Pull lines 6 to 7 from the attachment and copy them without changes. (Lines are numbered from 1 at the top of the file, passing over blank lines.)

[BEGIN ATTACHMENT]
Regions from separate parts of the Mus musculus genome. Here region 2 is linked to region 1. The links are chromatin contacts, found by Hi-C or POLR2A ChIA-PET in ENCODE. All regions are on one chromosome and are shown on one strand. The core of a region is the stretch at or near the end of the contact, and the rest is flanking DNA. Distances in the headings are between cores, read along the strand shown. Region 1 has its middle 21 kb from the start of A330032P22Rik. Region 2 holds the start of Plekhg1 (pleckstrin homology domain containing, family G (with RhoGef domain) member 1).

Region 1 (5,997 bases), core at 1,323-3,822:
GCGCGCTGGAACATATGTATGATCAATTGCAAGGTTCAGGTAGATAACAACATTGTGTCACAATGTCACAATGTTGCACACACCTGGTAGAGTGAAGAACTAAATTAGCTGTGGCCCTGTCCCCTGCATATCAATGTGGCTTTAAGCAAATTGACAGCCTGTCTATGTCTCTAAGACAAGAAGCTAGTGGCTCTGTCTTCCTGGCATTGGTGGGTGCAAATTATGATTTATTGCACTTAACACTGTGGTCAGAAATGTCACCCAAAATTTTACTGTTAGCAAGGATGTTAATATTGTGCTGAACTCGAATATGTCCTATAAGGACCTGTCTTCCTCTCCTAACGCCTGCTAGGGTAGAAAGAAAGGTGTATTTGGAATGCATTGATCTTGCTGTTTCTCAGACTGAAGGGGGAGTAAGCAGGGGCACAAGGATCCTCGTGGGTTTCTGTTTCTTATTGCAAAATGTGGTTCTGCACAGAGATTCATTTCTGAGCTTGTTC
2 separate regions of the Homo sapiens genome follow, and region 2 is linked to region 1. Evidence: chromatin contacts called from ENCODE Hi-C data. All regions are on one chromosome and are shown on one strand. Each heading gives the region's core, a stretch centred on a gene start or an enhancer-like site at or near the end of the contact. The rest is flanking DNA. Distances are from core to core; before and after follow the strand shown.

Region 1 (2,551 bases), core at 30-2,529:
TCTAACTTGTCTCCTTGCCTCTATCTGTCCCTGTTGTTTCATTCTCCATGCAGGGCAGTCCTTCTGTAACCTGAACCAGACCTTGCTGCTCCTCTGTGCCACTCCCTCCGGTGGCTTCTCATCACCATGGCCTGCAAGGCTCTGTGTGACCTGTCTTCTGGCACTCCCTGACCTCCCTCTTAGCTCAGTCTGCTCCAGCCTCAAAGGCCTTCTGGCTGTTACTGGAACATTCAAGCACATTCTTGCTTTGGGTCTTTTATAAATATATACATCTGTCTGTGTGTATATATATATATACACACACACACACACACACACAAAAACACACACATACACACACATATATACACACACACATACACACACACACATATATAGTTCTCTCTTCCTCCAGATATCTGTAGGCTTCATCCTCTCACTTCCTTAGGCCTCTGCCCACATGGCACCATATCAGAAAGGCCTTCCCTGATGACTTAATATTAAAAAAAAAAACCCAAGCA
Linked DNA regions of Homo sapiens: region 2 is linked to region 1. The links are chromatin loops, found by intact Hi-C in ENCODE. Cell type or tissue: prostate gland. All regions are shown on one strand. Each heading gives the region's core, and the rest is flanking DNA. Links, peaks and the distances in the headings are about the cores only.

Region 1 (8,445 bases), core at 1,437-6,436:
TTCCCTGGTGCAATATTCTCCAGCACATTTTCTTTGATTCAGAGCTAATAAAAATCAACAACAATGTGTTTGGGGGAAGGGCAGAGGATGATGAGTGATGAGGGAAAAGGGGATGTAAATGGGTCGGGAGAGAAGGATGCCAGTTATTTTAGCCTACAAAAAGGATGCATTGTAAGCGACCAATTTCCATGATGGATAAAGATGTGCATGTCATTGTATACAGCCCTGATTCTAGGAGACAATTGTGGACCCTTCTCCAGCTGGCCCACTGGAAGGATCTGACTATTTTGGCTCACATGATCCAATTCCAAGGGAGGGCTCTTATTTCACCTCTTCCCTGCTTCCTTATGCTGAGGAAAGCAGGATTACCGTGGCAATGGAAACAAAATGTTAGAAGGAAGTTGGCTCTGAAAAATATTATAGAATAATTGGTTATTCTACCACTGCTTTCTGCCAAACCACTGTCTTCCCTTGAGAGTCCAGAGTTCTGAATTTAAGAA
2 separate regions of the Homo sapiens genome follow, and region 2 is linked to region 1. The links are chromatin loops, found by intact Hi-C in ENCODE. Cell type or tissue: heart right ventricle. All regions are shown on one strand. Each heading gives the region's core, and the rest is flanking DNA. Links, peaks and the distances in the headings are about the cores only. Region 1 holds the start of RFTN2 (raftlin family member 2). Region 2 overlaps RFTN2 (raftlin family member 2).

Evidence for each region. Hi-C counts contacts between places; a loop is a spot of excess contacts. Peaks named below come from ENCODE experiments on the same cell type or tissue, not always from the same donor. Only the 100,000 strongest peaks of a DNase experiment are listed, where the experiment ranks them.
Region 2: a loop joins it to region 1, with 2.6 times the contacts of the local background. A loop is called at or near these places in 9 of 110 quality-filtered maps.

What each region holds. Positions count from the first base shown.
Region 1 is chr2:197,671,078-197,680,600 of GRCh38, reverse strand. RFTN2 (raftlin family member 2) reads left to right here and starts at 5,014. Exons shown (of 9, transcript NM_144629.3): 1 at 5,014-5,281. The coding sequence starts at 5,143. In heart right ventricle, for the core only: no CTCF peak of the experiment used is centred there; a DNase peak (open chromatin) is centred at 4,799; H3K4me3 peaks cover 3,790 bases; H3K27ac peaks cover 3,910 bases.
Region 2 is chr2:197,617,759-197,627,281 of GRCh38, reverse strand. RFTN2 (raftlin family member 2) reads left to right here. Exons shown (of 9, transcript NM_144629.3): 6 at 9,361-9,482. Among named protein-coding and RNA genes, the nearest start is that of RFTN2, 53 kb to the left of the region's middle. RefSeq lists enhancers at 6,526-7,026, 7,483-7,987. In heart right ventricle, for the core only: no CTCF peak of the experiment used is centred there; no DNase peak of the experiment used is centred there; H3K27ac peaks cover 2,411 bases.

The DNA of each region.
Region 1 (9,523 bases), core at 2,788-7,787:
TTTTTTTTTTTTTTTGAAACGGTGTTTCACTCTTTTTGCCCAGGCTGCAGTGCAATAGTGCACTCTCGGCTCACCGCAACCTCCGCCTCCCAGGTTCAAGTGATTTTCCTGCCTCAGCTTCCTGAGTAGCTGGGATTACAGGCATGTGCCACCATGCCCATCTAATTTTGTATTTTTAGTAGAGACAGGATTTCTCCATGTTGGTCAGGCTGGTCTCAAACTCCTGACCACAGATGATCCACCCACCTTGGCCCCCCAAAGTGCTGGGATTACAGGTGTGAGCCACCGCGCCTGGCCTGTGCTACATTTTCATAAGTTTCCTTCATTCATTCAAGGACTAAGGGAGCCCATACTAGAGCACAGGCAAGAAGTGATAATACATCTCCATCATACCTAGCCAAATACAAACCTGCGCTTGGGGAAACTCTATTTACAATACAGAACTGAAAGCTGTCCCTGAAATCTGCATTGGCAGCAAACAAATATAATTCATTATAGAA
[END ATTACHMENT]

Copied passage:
TCTAACTTGTCTCCTTGCCTCTATCTGTCCCTGTTGTTTCATTCTCCATGCAGGGCAGTCCTTCTGTAACCTGAACCAGACCTTGCTGCTCCTCTGTGCCACTCCCTCCGGTGGCTTCTCATCACCATGGCCTGCAAGGCTCTGTGTGACCTGTCTTCTGGCACTCCCTGACCTCCCTCTTAGCTCAGTCTGCTCCAGCCTCAAAGGCCTTCTGGCTGTTACTGGAACATTCAAGCACATTCTTGCTTTGGGTCTTTTATAAATATATACATCTGTCTGTGTGTATATATATATATACACACACACACACACACACACAAAAACACACACATACACACACATATATACACACACACATACACACACACACATATATAGTTCTCTCTTCCTCCAGATATCTGTAGGCTTCATCCTCTCACTTCCTTAGGCCTCTGCCCACATGGCACCATATCAGAAAGGCCTTCCCTGATGACTTAATATTAAAAAAAAAAACCCAAGCA
Linked DNA regions of Homo sapiens: region 2 is linked to region 1. The links are chromatin loops, found by intact Hi-C in ENCODE. Cell type or tissue: prostate gland. All regions are shown on one strand. Each heading gives the region's core, and the rest is flanking DNA. Links, peaks and the distances in the headings are about the cores only.